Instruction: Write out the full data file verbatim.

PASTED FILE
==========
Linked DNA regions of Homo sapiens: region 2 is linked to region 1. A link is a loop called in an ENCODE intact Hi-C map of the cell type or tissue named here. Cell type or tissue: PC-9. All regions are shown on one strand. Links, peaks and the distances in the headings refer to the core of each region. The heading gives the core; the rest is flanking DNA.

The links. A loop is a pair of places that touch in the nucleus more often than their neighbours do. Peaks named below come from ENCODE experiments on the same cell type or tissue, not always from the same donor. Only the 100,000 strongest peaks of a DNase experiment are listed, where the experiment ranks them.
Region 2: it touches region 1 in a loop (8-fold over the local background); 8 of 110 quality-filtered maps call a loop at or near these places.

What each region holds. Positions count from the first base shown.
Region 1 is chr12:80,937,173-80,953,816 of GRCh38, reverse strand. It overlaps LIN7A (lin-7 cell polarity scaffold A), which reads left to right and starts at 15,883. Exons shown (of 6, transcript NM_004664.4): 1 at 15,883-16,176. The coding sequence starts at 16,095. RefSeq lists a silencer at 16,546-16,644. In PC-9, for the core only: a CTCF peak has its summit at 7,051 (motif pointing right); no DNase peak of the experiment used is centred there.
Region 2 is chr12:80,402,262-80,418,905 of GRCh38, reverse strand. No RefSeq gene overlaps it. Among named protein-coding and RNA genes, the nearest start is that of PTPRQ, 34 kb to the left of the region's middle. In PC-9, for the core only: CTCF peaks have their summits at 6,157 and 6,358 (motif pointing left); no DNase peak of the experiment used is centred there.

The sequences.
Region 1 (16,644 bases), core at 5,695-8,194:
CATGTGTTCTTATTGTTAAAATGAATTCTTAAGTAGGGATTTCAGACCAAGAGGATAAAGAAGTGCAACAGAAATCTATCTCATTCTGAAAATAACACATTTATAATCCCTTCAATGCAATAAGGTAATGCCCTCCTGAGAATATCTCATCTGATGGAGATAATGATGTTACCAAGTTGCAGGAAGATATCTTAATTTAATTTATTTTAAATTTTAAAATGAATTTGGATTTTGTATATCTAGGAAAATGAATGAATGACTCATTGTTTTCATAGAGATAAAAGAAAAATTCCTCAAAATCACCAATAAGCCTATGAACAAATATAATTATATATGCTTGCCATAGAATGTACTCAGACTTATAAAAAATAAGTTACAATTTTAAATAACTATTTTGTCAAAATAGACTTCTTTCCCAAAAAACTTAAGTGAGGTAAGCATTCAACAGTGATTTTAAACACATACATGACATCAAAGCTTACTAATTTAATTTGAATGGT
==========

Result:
Linked DNA regions of Homo sapiens: region 2 is linked to region 1. A link is a loop called in an ENCODE intact Hi-C map of the cell type or tissue named here. Cell type or tissue: PC-9. All regions are shown on one strand. Links, peaks and the distances in the headings refer to the core of each region. The heading gives the core; the rest is flanking DNA.

The links. A loop is a pair of places that touch in the nucleus more often than their neighbours do. Peaks named below come from ENCODE experiments on the same cell type or tissue, not always from the same donor. Only the 100,000 strongest peaks of a DNase experiment are listed, where the experiment ranks them.
Region 2: it touches region 1 in a loop (8-fold over the local background); 8 of 110 quality-filtered maps call a loop at or near these places.

What each region holds. Positions count from the first base shown.
Region 1 is chr12:80,937,173-80,953,816 of GRCh38, reverse strand. It overlaps LIN7A (lin-7 cell polarity scaffold A), which reads left to right and starts at 15,883. Exons shown (of 6, transcript NM_004664.4): 1 at 15,883-16,176. The coding sequence starts at 16,095. RefSeq lists a silencer at 16,546-16,644. In PC-9, for the core only: a CTCF peak has its summit at 7,051 (motif pointing right); no DNase peak of the experiment used is centred there.
Region 2 is chr12:80,402,262-80,418,905 of GRCh38, reverse strand. No RefSeq gene overlaps it. Among named protein-coding and RNA genes, the nearest start is that of PTPRQ, 34 kb to the left of the region's middle. In PC-9, for the core only: CTCF peaks have their summits at 6,157 and 6,358 (motif pointing left); no DNase peak of the experiment used is centred there.

The sequences.
Region 1 (16,644 bases), core at 5,695-8,194:
CATGTGTTCTTATTGTTAAAATGAATTCTTAAGTAGGGATTTCAGACCAAGAGGATAAAGAAGTGCAACAGAAATCTATCTCATTCTGAAAATAACACATTTATAATCCCTTCAATGCAATAAGGTAATGCCCTCCTGAGAATATCTCATCTGATGGAGATAATGATGTTACCAAGTTGCAGGAAGATATCTTAATTTAATTTATTTTAAATTTTAAAATGAATTTGGATTTTGTATATCTAGGAAAATGAATGAATGACTCATTGTTTTCATAGAGATAAAAGAAAAATTCCTCAAAATCACCAATAAGCCTATGAACAAATATAATTATATATGCTTGCCATAGAATGTACTCAGACTTATAAAAAATAAGTTACAATTTTAAATAACTATTTTGTCAAAATAGACTTCTTTCCCAAAAAACTTAAGTGAGGTAAGCATTCAACAGTGATTTTAAACACATACATGACATCAAAGCTTACTAATTTAATTTGAATGGT